So is the tap water safe to drink?
What do Official Sources Say?
According to the water supplies department, “Hong Kong enjoys one of the safest water supplies in the world” the article continues to describe the treatment process:
“In the water treatment process, raw water (untreated water) is mixed with chemicals and passes to the clarifiers where coagulation and flocculation of the impurities in the water will take place. Clarified water then flows into filters of sand and anthracite for removal of the more finely divided suspensions.”
There’s a list of the chemicals added to treat the water, which include chlorine, fluorine, and lime. Most chemicals are removed during the purifying process with trace amounts of chlorine left to keep the water bacteria-free as it moves through the pipes.
Even though the official sites state clearly that Hong Kong water is safe to drink, I decided to do a check of my own. Once again I went to amazon to order heavy-metals testing strips and some concave slides for the old yet trusty microscope down at Dimsum Labs.
I decided to gather water from the following places:
- The waterfall at the beginning of the morning trail (featured in the vid)
- Lincoln house in Quarry Bay
- Big Wave Bay on Hong Kong Island
- The public swimming pool in TST
- Tap water in Sheung Wan
- Victoria Harbour (featured in the vid)
First, I boiled my water collecting accouterments in distilled water for about ten minutes to kill anything that might have been lurking in them. Next, I made a plan and spread out some time to collect each specimen for testing.
Also, at each testing site, I would test the water for heavy metals using these color strips using this amazon testing kit. The label on this kit says that it tests for Cu+2, Co+2, Zn+2, Cd+2, Ni+2, Hg+2 and it measured in ppb (parts per billion)
Here’s a chart of what is considered a dangerous level of heavy metals in mg/L (1 mg/L = 1,000 ppb):
I tried to wait and collect the water after a few days of no rain because I didn’t want my samples in some areas to be overly diluted.
My tap water had about 100ppb of heavy metal compared to Lincoln House tap water in Quarry bay which contained 125ppb. The biggest difference between these two taps was the taste; my tap water tastes rather neutral while Quarry Bay’s tasted like it has hundreds of old pennies soaking in it – not pleasant at all. Overall, 2/10 would not drink unless I had to.
I was a bit surprised to find that the waterfall on the morning trail didn’t contain any traces of heavy metals. For some reason, I had it in my mind that there would be some contamination that would have leached into the water, especially from the top of the peak down to the morning trail. In terms of heavy metal, the peak waterfall was the safest to drink! However, I found little critters swimming around under the microscope, even after the sample waited a few days. I only wish my microscope was a bit more high-powered so I could see in detail what they were.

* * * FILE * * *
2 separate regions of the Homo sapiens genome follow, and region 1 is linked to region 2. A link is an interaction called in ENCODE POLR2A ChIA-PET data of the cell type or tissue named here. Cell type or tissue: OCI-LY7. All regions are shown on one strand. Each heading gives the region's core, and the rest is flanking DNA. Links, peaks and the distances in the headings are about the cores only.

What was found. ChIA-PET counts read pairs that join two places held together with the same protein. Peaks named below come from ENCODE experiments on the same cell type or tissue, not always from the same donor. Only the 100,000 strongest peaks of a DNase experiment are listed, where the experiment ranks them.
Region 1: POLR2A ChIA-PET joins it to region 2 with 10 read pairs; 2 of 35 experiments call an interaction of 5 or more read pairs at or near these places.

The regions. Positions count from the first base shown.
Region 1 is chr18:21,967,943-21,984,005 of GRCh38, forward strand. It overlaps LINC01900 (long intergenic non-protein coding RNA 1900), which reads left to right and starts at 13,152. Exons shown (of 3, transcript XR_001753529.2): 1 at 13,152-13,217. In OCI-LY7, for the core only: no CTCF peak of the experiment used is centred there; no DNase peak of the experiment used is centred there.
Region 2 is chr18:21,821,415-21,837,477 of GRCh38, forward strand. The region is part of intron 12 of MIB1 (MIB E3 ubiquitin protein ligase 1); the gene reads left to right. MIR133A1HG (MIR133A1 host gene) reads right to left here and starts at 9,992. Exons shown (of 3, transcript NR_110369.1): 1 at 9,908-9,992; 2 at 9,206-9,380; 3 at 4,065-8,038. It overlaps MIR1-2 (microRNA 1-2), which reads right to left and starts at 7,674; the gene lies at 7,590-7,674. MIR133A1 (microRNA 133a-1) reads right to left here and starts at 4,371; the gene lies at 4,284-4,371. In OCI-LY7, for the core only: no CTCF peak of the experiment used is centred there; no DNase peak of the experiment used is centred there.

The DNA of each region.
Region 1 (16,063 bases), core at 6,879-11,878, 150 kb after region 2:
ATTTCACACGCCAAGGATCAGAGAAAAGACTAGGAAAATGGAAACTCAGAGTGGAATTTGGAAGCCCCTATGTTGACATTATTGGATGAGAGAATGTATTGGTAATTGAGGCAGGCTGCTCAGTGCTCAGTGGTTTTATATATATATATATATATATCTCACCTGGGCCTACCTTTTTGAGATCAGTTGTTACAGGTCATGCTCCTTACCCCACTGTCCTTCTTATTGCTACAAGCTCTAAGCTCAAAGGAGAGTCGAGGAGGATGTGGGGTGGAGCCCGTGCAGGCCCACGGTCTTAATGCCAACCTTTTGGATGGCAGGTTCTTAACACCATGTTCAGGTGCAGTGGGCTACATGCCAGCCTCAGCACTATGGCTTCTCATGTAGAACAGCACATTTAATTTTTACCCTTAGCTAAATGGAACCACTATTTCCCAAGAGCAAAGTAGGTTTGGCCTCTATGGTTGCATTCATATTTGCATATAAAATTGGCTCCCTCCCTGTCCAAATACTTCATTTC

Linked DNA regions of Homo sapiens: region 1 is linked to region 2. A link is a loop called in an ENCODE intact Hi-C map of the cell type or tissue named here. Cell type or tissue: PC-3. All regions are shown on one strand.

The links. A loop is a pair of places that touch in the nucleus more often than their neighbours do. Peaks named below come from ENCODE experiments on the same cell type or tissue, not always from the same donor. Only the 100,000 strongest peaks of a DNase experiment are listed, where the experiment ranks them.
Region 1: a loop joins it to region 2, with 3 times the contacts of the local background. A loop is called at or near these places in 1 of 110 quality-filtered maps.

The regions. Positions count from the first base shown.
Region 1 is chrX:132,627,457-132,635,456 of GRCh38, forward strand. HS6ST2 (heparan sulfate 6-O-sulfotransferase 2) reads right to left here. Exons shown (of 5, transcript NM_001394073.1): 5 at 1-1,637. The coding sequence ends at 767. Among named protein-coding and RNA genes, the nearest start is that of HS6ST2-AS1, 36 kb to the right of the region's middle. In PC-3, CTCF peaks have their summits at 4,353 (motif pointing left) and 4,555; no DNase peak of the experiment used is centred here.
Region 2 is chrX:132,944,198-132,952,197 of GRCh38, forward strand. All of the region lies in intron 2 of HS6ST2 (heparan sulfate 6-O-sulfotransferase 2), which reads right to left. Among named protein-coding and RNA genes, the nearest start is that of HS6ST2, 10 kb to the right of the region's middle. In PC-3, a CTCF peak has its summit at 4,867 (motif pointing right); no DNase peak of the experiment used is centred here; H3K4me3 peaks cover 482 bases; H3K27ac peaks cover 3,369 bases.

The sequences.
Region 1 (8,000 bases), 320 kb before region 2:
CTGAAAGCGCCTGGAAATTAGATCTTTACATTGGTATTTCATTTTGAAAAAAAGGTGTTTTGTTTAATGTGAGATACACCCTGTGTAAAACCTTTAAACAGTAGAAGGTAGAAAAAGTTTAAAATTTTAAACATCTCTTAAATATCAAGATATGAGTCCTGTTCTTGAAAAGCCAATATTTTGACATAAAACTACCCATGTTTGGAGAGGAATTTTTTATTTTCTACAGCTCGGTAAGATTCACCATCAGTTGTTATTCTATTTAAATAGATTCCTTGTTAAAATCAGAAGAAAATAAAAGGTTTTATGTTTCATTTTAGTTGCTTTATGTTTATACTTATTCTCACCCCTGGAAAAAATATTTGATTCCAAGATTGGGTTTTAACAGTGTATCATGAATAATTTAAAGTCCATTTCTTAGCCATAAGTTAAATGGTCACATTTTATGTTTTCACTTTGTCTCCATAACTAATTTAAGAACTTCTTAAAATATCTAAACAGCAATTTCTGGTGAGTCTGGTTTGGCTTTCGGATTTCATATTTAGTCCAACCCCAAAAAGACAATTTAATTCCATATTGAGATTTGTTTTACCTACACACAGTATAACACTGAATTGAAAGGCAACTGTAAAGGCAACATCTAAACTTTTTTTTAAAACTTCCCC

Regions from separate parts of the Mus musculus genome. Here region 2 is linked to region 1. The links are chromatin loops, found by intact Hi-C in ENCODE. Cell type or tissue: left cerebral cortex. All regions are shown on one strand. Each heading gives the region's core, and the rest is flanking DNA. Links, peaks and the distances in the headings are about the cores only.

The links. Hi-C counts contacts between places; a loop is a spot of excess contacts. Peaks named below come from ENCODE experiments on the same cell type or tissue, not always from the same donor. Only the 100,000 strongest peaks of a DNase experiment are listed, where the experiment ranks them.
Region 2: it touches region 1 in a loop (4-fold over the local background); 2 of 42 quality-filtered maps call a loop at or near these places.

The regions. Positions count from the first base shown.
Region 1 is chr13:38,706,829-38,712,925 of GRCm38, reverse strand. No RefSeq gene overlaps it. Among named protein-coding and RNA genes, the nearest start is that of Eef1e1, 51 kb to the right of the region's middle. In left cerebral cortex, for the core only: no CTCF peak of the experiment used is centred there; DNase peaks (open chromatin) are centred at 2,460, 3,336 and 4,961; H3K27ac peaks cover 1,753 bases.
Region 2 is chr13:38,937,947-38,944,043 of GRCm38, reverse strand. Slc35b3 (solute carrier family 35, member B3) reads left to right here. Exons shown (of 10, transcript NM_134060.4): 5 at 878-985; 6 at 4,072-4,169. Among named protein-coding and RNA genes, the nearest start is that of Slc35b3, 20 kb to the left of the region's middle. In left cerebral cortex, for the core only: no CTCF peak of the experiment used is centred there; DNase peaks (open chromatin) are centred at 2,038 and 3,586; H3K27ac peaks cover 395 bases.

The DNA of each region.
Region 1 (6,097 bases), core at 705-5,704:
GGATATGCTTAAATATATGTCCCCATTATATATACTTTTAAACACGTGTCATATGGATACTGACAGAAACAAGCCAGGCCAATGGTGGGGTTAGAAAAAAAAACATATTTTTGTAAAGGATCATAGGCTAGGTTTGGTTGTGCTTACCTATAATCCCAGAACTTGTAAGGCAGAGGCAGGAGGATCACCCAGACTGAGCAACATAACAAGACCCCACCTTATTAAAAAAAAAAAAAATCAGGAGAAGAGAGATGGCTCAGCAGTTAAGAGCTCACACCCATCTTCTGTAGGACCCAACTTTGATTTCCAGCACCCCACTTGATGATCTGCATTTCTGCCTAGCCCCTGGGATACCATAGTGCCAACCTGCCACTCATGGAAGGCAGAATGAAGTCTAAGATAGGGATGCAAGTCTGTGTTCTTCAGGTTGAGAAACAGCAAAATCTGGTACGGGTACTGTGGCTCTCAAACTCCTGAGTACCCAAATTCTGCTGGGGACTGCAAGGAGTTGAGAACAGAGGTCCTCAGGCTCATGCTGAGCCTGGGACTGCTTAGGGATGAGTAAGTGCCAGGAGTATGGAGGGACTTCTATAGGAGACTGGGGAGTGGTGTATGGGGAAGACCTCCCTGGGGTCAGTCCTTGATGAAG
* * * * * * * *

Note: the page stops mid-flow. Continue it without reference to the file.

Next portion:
The Big Wave Bay sample also had some organisms in it along with detritus and what I assume to be minuscule sand bits (for lack of a more technical term). This I definitely expected and was kind of cool to see after spending some time looking at the more mundane tap water.
Can confirm that in the tap water, I found no little microorganisms, but I have to stress that my microscope wasn’t incredibly powerful and that I only tested so many slides. Perhaps the trace amounts of chlorine that the HK gov leaves in the treated water have done their job splendidly!
Here’s the chart for what I found.
Thankfully none of the water samples I tested were off the charts in heavy metal contamination. I would like to stress that the dangerous levels of heavy metals chart is in mg/L while the chart directly above is in ppb. The shortcoming of this experiment is that we don’t know which metal is triggering the strip’s color change – if it’s copper then not a problem, however, if the test is registering cadmium then we are in trouble.
Another part of my test for the tap water was the taste – and that varied quite a bit with the worst being the financial building in quarry bay and the most neutral being my flat (probably because I’m used to it). If we are to trust that HK gov properly filters the water from Dongjiang and the collected rainwater, then the variety must be attributed to the buildings and building holding tanks themselves.
Even this government website says “Drinking water quality, however, can be affected by the condition of a building’s inside service. To safeguard tap water quality, property owners and building managers are advised to carry out proper maintenance of inside service and regular cleaning of water storage tanks.”
If you are overseas and have never lived in a Hong Kong flat, then I can assure you that many of these apartment buildings are not being maintained to the highest standard. I wouldn’t be surprised if some of the tanks haven’t been cleaned or maintained since the day they were constructed, no telling what kind of chemical buildup or rust can enter into the pipes.
At the end of the day, the water going into the pipes is probably as clean as a whistle, adhering to the strict guidelines that Hong Kong implements. What comes out on the other end? That’s a bit more like playing Russian roulette (with much lower stakes). Time for me to go out and buy myself a filter.
My next experiment will be to take the sample that had the heaviest metal contamination (Lincoln House in Quarry Bay) and to test which type of water filters filter it the best and compare that to the bottled water so many people drink here. Because I do wonder about the plastic contamination that comes from drinking water that’s been stored in plastic – especially when being shipped around in the hot Hong Kong sun.